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Lack of causal connection dooms retaliation claims

Virginia Lawyers Weekly//March 13, 2023

Lack of causal connection dooms retaliation claims

Virginia Lawyers Weekly//March 13, 2023

Where a former employee of the National Geospatial-Intelligence Agency alleged that she was terminated in retaliation for protected activity, but she failed to causally connect the termination to her protected activity, the NGA prevailed on the retaliation claims.


Plaintiff was employed at the National Geospatial-Intelligence Agency, or NGA, from June 15, 2015, until Oct. 18, 2019. He asserts claims for retaliation under Title VII and the Age Discrimination in Employment Act, or ADEA. Defendant moves for summary judgment on various grounds.

He first argues that plaintiff cannot establish a prima facie case for ADEA or Title VII retaliation, as the undisputed evidence shows: (1) plaintiff did not suffer an adverse action and (2) even assuming she suffered an adverse action, there is no causal link between those actions and her protected activity. He also avers that the undisputed evidence shows legitimate, non-retaliatory bases for the purported “adverse actions” that plaintiff identifies.


Defendant does not appear to contest that plaintiff “engaged in a protected activity.” The parties agree that in determining whether plaintiff suffered an “adverse action,” the court must apply the standard from Burlington N. & Santa Fe R. R. Co. v. White, 548 U.S. 53 (2006). While there are genuine disputes of material fact concerning some potential adverse actions that plaintiff suffered, it is undisputed that plaintiff was (at least for some time) not paid for time that she took off in December 2017.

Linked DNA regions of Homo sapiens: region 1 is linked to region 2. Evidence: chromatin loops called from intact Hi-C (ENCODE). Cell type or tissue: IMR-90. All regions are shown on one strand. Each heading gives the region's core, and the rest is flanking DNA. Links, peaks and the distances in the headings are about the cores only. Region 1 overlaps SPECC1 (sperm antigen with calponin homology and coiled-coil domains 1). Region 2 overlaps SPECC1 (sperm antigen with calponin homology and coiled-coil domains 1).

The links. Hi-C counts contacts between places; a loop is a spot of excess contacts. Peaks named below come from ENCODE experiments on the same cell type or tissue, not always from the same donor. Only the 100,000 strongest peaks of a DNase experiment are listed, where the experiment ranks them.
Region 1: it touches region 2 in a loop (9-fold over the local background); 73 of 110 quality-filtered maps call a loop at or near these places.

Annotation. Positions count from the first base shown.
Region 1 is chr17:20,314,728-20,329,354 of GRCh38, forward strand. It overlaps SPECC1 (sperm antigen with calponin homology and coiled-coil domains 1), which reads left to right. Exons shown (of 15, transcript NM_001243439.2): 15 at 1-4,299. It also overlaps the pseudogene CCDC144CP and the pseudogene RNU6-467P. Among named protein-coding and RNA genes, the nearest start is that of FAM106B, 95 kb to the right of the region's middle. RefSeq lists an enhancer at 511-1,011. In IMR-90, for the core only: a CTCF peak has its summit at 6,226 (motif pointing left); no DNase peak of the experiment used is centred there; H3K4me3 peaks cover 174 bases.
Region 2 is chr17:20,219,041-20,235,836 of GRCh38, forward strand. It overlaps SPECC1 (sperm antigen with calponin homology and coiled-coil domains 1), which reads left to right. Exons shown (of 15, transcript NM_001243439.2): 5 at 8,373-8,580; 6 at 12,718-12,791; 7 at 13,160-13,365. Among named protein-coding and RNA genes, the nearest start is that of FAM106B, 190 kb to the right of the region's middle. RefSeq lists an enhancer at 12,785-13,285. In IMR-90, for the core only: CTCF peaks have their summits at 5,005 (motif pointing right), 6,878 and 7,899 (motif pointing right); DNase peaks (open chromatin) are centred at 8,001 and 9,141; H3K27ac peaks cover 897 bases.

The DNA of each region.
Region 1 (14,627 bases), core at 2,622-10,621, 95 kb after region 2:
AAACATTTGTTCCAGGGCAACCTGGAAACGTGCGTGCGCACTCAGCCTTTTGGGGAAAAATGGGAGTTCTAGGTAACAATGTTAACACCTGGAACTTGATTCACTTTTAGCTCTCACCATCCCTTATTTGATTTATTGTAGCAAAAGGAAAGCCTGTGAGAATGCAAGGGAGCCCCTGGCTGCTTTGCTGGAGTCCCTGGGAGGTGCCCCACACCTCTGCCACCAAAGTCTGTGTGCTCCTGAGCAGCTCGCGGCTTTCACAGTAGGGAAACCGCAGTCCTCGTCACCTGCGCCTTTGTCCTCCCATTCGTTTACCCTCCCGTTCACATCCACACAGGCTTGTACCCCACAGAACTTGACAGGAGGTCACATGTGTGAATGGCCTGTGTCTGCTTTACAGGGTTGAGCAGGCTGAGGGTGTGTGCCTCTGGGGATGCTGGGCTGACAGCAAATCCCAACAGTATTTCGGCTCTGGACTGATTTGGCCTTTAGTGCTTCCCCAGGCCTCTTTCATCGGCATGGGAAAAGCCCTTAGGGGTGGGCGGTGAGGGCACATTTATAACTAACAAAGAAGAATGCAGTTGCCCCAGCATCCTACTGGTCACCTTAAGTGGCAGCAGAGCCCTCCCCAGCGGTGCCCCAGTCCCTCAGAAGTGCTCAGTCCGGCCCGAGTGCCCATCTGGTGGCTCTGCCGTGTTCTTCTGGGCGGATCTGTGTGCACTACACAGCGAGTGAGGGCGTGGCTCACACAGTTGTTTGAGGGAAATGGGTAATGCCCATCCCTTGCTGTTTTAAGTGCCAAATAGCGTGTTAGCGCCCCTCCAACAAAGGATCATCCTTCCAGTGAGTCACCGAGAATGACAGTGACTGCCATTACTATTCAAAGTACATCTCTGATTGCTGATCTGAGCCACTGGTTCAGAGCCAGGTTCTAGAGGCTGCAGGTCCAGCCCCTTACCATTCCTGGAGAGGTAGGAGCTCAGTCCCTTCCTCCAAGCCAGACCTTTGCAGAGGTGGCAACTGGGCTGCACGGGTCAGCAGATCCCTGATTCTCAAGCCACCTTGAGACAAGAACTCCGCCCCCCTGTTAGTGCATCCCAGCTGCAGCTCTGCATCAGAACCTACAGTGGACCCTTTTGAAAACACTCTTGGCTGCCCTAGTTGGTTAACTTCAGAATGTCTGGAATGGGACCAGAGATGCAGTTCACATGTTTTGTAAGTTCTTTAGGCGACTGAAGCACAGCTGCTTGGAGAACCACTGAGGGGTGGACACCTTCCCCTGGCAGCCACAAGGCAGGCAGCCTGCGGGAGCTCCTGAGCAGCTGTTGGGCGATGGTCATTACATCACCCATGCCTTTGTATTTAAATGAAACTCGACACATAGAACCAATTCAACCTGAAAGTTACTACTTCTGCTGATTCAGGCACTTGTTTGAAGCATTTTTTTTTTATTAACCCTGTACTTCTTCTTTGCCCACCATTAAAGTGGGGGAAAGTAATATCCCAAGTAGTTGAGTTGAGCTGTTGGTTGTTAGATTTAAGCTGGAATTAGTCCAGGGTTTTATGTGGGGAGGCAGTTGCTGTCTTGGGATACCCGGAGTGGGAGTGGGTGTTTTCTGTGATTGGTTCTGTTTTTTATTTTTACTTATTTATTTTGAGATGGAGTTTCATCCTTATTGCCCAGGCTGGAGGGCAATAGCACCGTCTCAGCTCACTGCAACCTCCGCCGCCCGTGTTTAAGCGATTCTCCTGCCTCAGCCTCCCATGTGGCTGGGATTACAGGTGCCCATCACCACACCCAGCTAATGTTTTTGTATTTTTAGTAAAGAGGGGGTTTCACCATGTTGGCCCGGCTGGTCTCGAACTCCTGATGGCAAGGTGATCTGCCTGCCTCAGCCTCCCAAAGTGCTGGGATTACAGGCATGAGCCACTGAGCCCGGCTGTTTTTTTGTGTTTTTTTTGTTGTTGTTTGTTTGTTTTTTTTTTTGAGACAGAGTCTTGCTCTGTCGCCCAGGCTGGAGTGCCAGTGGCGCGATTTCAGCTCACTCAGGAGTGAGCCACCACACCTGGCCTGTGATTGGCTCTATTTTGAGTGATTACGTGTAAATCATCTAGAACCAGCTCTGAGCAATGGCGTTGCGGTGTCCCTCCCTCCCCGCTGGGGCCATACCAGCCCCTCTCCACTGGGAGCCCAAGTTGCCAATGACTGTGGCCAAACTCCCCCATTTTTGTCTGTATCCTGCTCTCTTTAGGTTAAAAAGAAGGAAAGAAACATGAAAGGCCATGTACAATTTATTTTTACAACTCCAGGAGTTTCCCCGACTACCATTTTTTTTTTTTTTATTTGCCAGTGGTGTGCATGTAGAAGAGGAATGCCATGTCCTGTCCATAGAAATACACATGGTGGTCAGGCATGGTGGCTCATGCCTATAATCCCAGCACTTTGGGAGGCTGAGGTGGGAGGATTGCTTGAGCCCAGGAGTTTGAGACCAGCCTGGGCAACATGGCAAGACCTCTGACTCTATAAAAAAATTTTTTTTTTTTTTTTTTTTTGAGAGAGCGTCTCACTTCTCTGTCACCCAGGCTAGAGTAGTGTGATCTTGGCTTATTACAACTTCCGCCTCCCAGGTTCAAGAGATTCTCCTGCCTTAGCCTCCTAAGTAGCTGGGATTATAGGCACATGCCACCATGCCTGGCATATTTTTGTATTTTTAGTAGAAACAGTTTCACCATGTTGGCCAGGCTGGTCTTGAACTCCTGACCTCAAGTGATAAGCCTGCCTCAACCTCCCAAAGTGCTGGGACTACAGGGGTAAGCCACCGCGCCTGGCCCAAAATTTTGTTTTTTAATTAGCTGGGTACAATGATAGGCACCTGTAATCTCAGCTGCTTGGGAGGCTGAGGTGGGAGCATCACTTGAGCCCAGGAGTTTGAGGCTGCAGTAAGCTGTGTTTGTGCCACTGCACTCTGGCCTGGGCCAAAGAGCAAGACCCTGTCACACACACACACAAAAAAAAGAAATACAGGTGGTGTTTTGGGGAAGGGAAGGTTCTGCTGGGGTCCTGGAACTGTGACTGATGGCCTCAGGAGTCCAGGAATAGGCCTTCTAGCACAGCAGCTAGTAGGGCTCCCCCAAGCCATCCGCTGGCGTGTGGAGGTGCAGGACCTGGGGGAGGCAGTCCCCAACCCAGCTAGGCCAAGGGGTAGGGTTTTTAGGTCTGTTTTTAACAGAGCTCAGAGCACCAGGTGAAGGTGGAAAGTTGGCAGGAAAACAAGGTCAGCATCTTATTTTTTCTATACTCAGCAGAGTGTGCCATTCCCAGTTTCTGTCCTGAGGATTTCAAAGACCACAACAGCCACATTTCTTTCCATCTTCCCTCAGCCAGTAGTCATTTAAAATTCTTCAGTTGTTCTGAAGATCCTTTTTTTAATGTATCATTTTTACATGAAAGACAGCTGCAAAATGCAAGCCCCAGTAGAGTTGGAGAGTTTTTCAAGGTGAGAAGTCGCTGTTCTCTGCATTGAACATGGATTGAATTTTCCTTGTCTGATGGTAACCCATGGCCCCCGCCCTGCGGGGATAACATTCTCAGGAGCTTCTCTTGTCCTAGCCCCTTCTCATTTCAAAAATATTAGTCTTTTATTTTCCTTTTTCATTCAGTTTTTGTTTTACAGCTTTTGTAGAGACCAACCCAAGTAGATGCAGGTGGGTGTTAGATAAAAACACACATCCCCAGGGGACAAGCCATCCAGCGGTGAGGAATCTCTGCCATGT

Although plaintiff has shown that there is a genuine dispute over whether she suffered an adverse action, she cannot show that there is a causal link between her protected activity and the various adverse actions that the court has credited. All she can suggest in support of this premise is the “fact” that “the individuals who undertook the adverse actions against plaintiff were on notice of her protected activity. The mere fact that certain coworkers and/or supervisors knew about her EEOC activity does not “suggest that the adverse employment action occurred because of the protected activity,” nor is it indicative of “regular acts showing animus or antagonism.”

She does not present any direct evidence that indicates the adverse actions occurred because of her protected activity. Nor can she rely on temporal proximity: before May of 2018, the latest protected activity she engaged in was in December of 2016, which is a year or more removed from the adverse actions she experienced. That passage in time vitiates any inference of causation due to temporal proximity. Finally, while plaintiff did engage in protected activity on May 11, 2018, there is only one potential adverse action after that date (the delay in starting her JDA), which is not sufficient on its own to be a materially adverse action.

Even if there were sufficient bases to establish the causal link between the adverse actions and plaintiff’s protected activity, defendant has presented legitimate bases for those adverse actions. Plaintiff cannot show that defendant’s offered explanations are pretext.

Defendant’s motion for summary judgment granted. Plaintiff’s motion for partial summary judgment denied as moot.

Widmer v. Austin, Case No. 1:21-cv-748, Feb. 27, 2023. EDVA at Alexandria (Alston). VLW 023-3-093. 24 pp.

VLW 023-3-093

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